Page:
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Image / Editorial

Vogue legend André Leon Talley’s new book tells what it’s really like to work with Anna Wintour


by Erin Lindsay
21st May 2020
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Former creative director of U.S Vogue André Leon Talley’s forthcoming memoir promises a no-holds-barred depiction of life at the magazine under Anna Wintour


The Chiffon Trenches certainly seems an apt title for Vogue legend André Leon Talley’s memoir, set to be released at the end of this month. Talley’s book details his long and illustrious career with Vogue, working with Anna Wintour and his subsequent fall-out with the Editor-in-Chief.

According to reports, Talley does not hold back in his description of famed ‘ice-queen’ Wintour, and confirms long-standing rumours about her supposedly difficult work demeanor. At one point in the book, Talley says that Wintour is “not capable of basic human kindness” when he was ‘forced’ out of Vogue around 2018.

Talley joined Vogue in 1983 as fashion news editor, and admitted that he was ‘terrified’ of Wintour at first. However, when Wintour returned to U.S Vogue as editor in 1988, she brought Talley with her, and the pair became firm friends. Talley was hired as creative director, which made him the highest ranking black man in the history of fashion journalism and the most important male fashion writer in the world at the time.

Talley and Wintour remained friends for decades, and Talley was one of just two Vogue colleagues invited to Wintour’s wedding. But, according to the memoir, there were some similarities between Wintour and her Devil Wears Prada counterpart Miranda Priestley.

According to Talley, Wintour demanded that meetings be over within eight minutes, and that if one went over 15 minutes, something was ‘seriously wrong’. There were expense accounts for everything in Vogue, and everything Wintour wore was sent to the dry cleaners, apart from underwear.

Things came to an initial head in the mid-90’s, when Talley took a leave of absence from Vogue, feeling he ‘wasn’t being treated properly’, and returned to his hometown in North Carolina to grieve his grandmother’s death. During this time, Talley’s weight became an issue, and when he and Wintour made up and he returned to Vogue, the Editor-in-Chief staged an intervention, citing his weight as being ‘out of control’ and sending him to a rehab centre in North Carolina.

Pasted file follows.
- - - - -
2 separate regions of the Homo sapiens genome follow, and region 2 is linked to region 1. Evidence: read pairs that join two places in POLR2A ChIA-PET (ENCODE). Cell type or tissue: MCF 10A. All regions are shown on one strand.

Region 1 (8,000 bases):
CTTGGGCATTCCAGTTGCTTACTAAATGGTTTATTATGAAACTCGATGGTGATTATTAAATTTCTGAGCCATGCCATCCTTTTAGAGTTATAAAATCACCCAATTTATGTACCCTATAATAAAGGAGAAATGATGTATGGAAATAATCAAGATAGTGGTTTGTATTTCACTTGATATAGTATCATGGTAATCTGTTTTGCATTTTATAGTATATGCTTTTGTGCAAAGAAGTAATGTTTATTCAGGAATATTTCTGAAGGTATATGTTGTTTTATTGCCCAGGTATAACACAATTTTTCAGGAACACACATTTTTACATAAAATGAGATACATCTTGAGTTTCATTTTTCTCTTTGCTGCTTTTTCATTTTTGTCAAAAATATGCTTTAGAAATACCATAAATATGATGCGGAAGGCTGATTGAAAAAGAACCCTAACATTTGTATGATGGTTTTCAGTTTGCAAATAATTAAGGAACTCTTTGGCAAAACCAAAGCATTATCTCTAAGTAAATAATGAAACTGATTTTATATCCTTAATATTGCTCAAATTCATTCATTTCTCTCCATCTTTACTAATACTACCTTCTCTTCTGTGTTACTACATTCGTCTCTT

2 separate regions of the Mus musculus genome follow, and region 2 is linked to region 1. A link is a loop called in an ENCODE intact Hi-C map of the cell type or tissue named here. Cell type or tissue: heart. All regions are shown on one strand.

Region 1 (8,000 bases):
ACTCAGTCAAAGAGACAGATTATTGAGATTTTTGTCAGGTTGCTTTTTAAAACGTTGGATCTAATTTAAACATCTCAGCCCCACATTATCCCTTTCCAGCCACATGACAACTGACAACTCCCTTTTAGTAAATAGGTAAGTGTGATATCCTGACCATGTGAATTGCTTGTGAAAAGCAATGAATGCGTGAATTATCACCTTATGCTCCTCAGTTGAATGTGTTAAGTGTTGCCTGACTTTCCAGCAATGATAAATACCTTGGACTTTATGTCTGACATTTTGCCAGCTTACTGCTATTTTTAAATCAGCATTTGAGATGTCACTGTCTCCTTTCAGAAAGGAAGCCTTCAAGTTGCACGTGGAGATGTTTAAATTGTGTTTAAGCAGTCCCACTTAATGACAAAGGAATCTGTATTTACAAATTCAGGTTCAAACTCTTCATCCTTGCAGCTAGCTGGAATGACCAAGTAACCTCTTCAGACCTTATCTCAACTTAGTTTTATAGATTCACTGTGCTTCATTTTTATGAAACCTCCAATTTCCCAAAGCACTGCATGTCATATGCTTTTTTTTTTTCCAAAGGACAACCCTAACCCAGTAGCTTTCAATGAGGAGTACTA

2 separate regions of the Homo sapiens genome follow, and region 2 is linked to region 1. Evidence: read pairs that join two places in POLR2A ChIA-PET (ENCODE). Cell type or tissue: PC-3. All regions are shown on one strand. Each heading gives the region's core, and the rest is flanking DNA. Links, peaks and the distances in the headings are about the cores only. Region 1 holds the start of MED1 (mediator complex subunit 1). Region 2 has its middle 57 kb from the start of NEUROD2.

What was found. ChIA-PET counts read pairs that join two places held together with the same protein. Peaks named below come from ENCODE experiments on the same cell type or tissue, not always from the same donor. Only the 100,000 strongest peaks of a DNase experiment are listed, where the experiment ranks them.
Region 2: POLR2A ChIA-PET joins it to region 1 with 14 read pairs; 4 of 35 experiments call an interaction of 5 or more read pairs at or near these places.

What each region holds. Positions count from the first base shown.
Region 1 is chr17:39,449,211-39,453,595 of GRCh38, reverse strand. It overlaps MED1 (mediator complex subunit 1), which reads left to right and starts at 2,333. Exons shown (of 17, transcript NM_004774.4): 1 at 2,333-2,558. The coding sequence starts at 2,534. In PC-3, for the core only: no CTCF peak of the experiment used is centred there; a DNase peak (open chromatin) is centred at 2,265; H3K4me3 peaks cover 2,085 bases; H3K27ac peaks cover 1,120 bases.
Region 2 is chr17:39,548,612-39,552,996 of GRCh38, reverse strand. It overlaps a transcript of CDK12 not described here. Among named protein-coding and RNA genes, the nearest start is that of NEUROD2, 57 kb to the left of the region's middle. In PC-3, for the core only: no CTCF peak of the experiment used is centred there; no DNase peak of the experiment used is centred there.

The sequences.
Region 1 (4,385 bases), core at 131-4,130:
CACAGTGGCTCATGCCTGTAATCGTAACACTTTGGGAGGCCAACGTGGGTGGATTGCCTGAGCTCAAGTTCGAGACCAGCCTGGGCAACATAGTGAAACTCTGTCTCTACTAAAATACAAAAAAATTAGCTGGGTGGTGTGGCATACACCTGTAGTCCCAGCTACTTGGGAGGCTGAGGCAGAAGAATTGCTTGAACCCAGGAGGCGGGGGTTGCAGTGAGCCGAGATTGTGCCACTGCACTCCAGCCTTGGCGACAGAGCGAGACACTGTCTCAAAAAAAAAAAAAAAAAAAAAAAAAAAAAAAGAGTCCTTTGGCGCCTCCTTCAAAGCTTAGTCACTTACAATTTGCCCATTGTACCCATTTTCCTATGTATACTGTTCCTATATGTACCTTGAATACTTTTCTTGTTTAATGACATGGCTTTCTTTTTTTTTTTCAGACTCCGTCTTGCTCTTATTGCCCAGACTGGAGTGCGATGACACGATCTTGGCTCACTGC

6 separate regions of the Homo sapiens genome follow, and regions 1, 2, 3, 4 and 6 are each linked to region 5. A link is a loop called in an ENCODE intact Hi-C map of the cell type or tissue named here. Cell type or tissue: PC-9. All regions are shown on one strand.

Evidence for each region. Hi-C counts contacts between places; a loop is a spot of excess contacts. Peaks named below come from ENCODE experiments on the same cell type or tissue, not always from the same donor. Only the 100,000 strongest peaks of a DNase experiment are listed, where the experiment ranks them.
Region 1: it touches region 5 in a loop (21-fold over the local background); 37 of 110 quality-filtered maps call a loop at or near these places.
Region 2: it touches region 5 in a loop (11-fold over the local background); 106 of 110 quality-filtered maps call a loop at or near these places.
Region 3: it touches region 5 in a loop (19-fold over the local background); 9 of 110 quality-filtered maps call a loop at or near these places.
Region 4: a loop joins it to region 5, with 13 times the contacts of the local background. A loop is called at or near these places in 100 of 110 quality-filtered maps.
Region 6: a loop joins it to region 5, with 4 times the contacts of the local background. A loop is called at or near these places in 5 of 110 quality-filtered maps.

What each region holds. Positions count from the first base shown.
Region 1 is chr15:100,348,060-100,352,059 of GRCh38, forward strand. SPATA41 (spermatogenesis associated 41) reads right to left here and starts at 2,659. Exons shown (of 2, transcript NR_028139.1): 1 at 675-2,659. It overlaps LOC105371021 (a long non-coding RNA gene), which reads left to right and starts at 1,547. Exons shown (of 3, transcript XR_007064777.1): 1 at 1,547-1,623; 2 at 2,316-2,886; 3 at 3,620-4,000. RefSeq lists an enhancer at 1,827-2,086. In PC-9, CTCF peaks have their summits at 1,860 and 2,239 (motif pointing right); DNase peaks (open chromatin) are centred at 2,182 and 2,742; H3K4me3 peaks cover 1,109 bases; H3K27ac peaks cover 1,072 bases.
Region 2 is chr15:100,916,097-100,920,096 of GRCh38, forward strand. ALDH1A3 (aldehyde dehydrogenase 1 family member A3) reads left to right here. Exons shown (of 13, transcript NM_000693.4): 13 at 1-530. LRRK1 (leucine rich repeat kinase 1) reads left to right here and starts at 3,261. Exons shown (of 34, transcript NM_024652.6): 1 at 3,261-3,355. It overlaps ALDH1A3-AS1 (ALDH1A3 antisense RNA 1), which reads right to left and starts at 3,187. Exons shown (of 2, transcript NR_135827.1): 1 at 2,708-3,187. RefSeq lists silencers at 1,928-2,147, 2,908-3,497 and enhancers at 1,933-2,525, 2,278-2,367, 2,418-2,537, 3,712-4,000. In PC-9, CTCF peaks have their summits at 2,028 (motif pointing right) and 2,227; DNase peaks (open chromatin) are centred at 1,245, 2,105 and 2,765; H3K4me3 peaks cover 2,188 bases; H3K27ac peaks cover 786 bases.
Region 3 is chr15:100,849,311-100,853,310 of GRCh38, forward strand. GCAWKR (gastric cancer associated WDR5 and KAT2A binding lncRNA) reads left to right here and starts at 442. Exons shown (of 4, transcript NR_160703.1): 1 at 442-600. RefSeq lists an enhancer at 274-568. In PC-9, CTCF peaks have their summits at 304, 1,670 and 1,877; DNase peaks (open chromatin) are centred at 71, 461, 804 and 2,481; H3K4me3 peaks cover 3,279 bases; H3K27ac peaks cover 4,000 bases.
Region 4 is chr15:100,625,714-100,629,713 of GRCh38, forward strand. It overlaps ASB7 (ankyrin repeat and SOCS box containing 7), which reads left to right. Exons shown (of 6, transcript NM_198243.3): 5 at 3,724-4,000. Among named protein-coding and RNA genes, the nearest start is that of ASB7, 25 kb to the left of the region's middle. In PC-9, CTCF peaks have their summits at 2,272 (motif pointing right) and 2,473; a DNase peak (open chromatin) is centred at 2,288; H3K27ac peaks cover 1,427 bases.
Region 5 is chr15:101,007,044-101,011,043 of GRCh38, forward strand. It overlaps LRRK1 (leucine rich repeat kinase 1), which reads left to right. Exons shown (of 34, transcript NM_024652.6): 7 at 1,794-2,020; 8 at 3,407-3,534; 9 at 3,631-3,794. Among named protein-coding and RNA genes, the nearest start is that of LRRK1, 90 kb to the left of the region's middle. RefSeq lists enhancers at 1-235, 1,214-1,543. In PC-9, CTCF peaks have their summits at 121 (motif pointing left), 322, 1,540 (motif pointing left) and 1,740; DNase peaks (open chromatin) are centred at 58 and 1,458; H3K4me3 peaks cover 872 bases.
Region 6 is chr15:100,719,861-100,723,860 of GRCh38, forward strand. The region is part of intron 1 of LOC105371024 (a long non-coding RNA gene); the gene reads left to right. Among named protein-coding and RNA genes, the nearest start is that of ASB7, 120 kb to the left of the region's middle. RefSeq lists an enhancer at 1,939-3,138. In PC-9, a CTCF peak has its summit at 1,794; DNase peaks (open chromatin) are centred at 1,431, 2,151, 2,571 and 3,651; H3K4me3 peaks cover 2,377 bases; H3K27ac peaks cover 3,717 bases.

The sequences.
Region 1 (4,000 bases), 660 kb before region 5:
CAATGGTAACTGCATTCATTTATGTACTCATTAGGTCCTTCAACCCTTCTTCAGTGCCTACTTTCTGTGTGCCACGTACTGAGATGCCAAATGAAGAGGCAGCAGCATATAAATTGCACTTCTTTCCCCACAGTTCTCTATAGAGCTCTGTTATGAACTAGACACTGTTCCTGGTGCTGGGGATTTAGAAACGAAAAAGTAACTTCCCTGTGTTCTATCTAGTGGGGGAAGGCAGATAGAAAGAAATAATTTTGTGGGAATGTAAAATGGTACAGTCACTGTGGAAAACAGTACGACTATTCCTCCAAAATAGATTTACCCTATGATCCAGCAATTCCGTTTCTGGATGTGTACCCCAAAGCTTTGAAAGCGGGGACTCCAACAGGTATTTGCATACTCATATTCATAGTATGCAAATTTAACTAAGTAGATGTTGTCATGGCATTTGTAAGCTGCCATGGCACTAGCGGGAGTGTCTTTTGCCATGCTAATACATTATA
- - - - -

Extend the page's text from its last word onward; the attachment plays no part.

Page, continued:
In 2016, Vogue released its first podcast series, with Talley as the host, and huge guests such as Tom Ford, Kim Kardashian, Marc Jacobs and Alexander Wang appearing on the show. Talley was paid $500 per episode; a sum which he called ‘peanuts’, and his relationship with Wintour and the magazine began to sour.

Without warning, the podcast ceased production, and Talley cited Wintour’s ‘sphinx-like silence’ for his frustration. Talley wrote that Wintour had ‘decimated me with this silent treatment so many times’ and ‘this is just the way she resolves any issue’.

Talley laments his lost relationship with Wintour in the book, and admits he would love for her to reach out and rekindle a friendship. He wrote:

I was a friend to Anna and I knew I mattered back in our earlier days together. Today, I would love for her to say something human and sincere to me. I have huge emotional and psychological scars from my relationship with this towering and influential woman, who can sit by the queen of England, on the front row of a fashion show, in her uniform of dark glasses and perfect Louise Brooks clipped coiffure framing her Mona Lisa mystery face.

Who is she? Does she let down the proverbial dense curtain? She loves her two children and I am sure she will be the best grandmother. But there are so many people who worked for her and have suffered huge emotional scarring. Women and men, designers, photographers, stylists; the list is endless. She has dashed so many on a frayed and tattered heap during her powerful rule.

The Chiffon Trenches will be available on Amazon on May 28.


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